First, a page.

Swingeing fines and the revocation of business permits are the order of the day for China's new data protection law, which stipulates that firms that are guilty of serious offences can pay fines of up to 50m renminbi (US$7.74m), or 5 percent of their annual turnover.
Article 3 makes the law's reach extraterritorial, stating that it applies to events that happen outside the People's Republic as long as they have an effect on domestic consumers, or if their purpose is to look at the activities of domestic consumers.
Article 39 reinforces this by obliging a "personal information processor" to ask for an individual's consent before giving their personal information to anyone outside China.
Article 13 lays out the only reasons for which a payments firm can process a Chinese person's personal information, the chief of these being their consent which they can withdraw at any time. It is possible, however, for a firm to process data purely because it is in the furtherance of a contract to which the individual concerned is a party.
All in all, the legal bases that the statute offers for processing information are somewhat narrower than those found in the European Union's General Data Protection Regulation (GDPR).
According to Xinhua, the Chinese state press agency, the legislature voted last month to adopt this new law to protect personal information.
This happened at a regular legislative session of the Standing Committee of the National People's Congress.
Problem, reaction, solution
Xinhua said: "When pushing information and business marketing to individuals through automated decision-making, personal information processors should provide options that don't target personal characteristics at the same time, or offer ways of rejection, says the law.
"It stipulates that individual consent should be obtained when processing sensitive personal information such as biometrics, medical and health, financial accounts and whereabouts.
"The law also requires suspension or termination of services for apps that illegally process personal data."
Xinhua, and therefore the Chinese government, was concerned about the fact that some platforms collect too much personal information, whereas some businesses install image-acquisition equipment without a by-your-leave from customers and secretly record their faces and other biological characteristics.
The protection of minors
Article 31 obliges every personal information processor to obtain permission from the parents or guardians of any minor under the age of 14 whose information it wants to process. Every firm must also set up a separate set of rules for processing the information of under-14s.
Similarities with the GDPR
As with the GDPR, Article 19 keeps the permitted period of retention of personal information to the minimum.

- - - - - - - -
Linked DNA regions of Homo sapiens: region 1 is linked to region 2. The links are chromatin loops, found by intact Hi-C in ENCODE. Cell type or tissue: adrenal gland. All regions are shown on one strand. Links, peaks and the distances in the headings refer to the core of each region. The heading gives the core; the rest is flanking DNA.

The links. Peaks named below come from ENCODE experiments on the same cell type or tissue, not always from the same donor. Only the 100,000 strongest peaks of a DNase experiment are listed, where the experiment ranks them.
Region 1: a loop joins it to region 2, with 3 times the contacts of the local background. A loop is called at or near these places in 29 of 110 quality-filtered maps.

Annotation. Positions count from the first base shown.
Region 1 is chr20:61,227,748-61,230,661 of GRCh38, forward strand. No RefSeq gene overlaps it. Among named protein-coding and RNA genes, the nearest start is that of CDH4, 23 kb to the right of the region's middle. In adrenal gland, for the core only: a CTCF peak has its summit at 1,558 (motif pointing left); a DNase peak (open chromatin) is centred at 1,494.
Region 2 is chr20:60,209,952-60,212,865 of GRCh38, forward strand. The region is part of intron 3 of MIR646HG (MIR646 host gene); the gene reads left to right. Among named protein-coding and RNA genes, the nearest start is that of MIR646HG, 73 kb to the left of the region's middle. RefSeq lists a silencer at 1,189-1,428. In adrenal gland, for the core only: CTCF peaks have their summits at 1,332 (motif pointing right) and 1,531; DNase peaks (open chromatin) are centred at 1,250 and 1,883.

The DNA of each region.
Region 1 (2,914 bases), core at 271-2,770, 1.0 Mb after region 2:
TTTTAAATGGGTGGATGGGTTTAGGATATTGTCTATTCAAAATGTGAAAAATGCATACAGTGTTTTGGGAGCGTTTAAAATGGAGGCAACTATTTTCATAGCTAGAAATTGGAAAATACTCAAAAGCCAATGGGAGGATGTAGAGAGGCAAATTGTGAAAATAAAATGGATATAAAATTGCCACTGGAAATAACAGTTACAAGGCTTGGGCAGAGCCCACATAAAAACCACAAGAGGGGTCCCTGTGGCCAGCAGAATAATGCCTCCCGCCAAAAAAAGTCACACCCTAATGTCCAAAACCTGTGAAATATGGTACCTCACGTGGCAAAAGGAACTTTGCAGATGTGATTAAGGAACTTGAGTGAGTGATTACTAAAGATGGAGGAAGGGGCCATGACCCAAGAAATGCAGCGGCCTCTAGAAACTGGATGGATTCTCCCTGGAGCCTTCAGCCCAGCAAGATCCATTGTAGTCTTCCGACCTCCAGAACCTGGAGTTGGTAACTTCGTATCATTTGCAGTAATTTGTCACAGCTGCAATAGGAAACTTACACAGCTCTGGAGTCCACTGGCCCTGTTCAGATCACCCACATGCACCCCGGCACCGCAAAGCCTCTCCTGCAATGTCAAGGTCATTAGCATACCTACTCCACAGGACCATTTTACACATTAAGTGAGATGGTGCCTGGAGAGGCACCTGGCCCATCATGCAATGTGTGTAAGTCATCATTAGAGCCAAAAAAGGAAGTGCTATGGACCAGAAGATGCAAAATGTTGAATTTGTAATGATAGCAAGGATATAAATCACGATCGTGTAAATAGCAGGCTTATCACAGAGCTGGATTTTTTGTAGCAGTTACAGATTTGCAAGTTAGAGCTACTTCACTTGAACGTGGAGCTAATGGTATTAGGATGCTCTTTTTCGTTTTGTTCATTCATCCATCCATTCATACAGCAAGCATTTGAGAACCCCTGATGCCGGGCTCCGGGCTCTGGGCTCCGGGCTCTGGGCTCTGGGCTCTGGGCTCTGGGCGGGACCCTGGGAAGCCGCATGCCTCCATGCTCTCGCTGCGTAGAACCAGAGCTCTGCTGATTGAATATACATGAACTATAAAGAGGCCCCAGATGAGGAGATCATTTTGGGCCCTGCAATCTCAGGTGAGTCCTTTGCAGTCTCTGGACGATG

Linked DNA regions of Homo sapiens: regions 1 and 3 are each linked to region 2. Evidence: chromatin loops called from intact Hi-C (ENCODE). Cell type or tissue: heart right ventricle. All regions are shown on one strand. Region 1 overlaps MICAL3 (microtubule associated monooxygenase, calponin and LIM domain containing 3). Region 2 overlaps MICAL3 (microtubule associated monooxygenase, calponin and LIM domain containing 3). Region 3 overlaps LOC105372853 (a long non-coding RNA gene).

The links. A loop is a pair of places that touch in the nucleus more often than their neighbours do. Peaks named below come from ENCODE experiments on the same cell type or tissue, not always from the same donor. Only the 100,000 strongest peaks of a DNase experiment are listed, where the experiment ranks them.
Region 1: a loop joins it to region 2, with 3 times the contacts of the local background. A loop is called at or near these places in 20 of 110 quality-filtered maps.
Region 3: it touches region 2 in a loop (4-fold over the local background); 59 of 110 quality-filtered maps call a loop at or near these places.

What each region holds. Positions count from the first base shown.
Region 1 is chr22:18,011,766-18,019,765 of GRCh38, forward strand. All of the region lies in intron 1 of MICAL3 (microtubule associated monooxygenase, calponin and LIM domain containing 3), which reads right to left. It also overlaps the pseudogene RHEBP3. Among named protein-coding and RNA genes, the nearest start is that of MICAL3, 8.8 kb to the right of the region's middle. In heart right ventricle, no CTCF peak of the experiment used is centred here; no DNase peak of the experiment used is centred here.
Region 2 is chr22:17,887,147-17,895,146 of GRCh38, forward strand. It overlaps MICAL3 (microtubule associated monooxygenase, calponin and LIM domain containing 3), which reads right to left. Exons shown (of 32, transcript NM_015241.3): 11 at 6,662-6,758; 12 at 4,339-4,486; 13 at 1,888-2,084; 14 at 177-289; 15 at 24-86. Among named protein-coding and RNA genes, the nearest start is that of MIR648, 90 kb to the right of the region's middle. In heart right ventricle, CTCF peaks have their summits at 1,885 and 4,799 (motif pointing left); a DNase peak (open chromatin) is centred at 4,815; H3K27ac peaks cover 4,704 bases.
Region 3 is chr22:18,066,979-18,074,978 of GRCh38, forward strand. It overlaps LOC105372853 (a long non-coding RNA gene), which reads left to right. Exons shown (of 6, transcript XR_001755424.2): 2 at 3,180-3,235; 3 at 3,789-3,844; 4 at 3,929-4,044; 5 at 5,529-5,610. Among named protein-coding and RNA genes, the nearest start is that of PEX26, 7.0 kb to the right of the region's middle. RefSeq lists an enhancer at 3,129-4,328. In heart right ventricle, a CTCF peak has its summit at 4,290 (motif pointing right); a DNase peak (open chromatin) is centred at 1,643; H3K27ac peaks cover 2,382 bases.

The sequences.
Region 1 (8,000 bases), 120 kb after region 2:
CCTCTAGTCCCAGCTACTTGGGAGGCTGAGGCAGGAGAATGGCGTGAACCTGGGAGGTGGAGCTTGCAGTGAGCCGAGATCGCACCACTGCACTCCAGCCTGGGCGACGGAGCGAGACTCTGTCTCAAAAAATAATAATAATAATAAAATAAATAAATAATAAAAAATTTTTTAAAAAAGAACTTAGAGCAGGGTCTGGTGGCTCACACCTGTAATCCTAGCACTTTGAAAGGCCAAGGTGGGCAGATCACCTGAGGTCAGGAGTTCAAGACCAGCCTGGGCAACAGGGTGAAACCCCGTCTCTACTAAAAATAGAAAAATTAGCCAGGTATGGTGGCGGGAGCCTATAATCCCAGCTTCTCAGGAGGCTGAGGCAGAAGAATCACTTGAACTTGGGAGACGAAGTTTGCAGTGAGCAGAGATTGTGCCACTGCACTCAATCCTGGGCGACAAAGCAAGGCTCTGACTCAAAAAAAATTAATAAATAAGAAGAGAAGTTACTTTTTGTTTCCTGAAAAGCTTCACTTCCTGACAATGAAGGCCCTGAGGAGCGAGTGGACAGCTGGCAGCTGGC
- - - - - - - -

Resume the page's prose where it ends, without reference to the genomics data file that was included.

Article 45 allows a consumer to consult or copy their personal information from a firm that has it. The firm must hand it over "in a timely fashion". Article 47 gives the consumer the right to delete information about themselves.
The International Association of Privacy Professionals, writing on August 24, has detected many similarities between the GDPR and the Chinese law.
Both grant the individual the right to information, the right to access, the right to correction/rectification, the right to erasure, the right to object to and restrict the processing of an individual’s data, the right to data portability (but in China the process has to satisfy conditions stipulated by the Cyberspace Administration of China), the right not to be subject to automated decision-making, the right to withdraw consent and the right to lodge a complaint with a regulator.
Also in line with the GDPR, Article 50 states that "where the personal information processor refuses an individual’s request to exercise his rights, the individual may bring a lawsuit in a people’s court according to law".
The state cyberspace administration is empowered to formulate rules for the protection of personal information, but so are many other unnamed government departments. The statute expects them all to cooperate.
Most provisions of the law can be superseded by other statutes and administrative decisions.
The statute mentions the word "security" 22 times; in most of those instances, it is discussing national or state security and not the security of personal data. Article 26 extols the virtues of spy-cams installed in public places for the purposes of national security. The article obliges every firm to obtain an individual's consent if it wants to collect an image of them or their personal identifiable information, unless it is for "the purpose of maintaining public security".